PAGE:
Audubon Florida’s exec. director, Eric Draper, will testify tomorrow about the damage to the Gulf.
Audubon issued a press release late this afternoon stating that Draper will speak before the US Senate Committee on Commerce, Science, & Transportation tomorrow at 10:30 a.m. EST. The focus of the hearing is Gulf Restoration: A Progress Report Three Years after the Deepwater Horizon Disaster.
He will testify that “thousands of birds from dozens of species succumbed to the chemical mix during the months when the oil flowed unabated”, and that Gulf residents likewise “will never forget the tragic images of wildlife struggling against the oily muck.”
“In the aftermath of the Deepwater Horizon disaster, considerable efforts are underway to make the Gulf Ecosystem more resilient,” Draper, said. “As these plans advance, the aim must be to protect and preserve the watersheds, wetlands, and wildlife that make our region so special.”
In tonight’s press release, Audubon pointed out that after the BP oil spill, which they referred to specifically as the “Deepwater Horizon oil spill” first became public, more than 35,000 people contacted Audubon to volunteer, to monitor beaches for additional oil, or to act as bird stewards.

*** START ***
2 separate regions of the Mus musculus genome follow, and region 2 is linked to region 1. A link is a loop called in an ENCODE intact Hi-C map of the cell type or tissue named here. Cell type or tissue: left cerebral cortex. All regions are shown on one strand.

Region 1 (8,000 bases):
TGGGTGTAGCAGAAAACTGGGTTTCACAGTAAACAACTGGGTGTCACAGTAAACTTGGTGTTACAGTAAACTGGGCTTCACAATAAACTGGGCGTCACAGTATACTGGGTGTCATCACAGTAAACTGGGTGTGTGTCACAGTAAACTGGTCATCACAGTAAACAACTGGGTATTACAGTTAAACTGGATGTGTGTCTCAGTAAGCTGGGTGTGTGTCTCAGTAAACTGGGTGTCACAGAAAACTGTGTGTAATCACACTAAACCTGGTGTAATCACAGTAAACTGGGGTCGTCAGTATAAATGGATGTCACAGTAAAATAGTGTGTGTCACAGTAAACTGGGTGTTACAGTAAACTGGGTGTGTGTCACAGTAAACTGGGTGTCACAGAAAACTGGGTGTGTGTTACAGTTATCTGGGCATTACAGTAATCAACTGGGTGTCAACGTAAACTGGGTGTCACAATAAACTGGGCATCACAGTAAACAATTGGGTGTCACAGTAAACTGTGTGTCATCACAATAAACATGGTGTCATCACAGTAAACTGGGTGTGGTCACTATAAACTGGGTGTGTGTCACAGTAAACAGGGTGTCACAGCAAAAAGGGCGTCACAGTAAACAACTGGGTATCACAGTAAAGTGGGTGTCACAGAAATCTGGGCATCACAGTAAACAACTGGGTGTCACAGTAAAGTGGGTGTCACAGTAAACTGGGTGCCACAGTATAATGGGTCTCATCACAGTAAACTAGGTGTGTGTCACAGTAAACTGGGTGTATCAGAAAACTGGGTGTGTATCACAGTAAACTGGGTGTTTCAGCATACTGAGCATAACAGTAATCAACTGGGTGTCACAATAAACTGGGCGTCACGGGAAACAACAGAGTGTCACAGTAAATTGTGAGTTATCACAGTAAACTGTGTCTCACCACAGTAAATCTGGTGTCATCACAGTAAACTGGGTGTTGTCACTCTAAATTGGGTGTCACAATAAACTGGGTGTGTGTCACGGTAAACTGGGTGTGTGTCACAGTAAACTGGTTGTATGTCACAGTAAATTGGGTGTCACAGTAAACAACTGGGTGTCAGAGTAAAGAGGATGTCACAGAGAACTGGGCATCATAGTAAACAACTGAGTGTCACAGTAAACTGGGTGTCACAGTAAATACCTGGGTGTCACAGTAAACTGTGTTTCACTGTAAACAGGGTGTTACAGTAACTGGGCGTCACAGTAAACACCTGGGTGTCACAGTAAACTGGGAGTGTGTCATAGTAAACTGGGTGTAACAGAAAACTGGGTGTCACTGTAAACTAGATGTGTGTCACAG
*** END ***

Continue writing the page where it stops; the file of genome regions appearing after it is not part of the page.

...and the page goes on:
“Across the Gulf, our ecology is our economy, and we know that the integrity of the Gulf and its habitats supports our economic well-being,” said Draper. “We are looking at a once-in-a-lifetime chance to restore the Gulf. Audubon is encouraging decision-makers to focus on the long-term sustainability of our coastal ecosystems.”
In his 10-page testimony tomorrow, he will discuss everything from the booms that broke and therefore caused oil to flood shores and affect wildlife, to Audubon’s “vision for the Gulf”, which includes promoting long-term health of the habitats and marine resources while trying to restore the natural ecosystem.
He’ll delve into the minutae of remedies underway since the spill including the Natural Resources Damages Assessment (“NRDA”), and how Audubon Florida was the successful bidder under it to manage 19 coastal bird habitats at sites in the Florida Panhandle. This involves “posting protected areas for beach nesting birds, [and] monitoring, surveying and stewarding these vulnerable sites,” according to Draper’s testimony tomorrow.
To read Eric Draper’s submitted written testimony, please click here.
Other “witnesses” at tomorrow’s testimony include Mayor George Neugent from Monroe County, Fla., Jeff Trandahl, exec. dir of the National Fish and Wildlife Foundation and Lois Schiffer, General Counsel with NOAA. To read more about and follow the Senate proceedings tomorrow via webcast, click here.
Emphases the Examiner’s.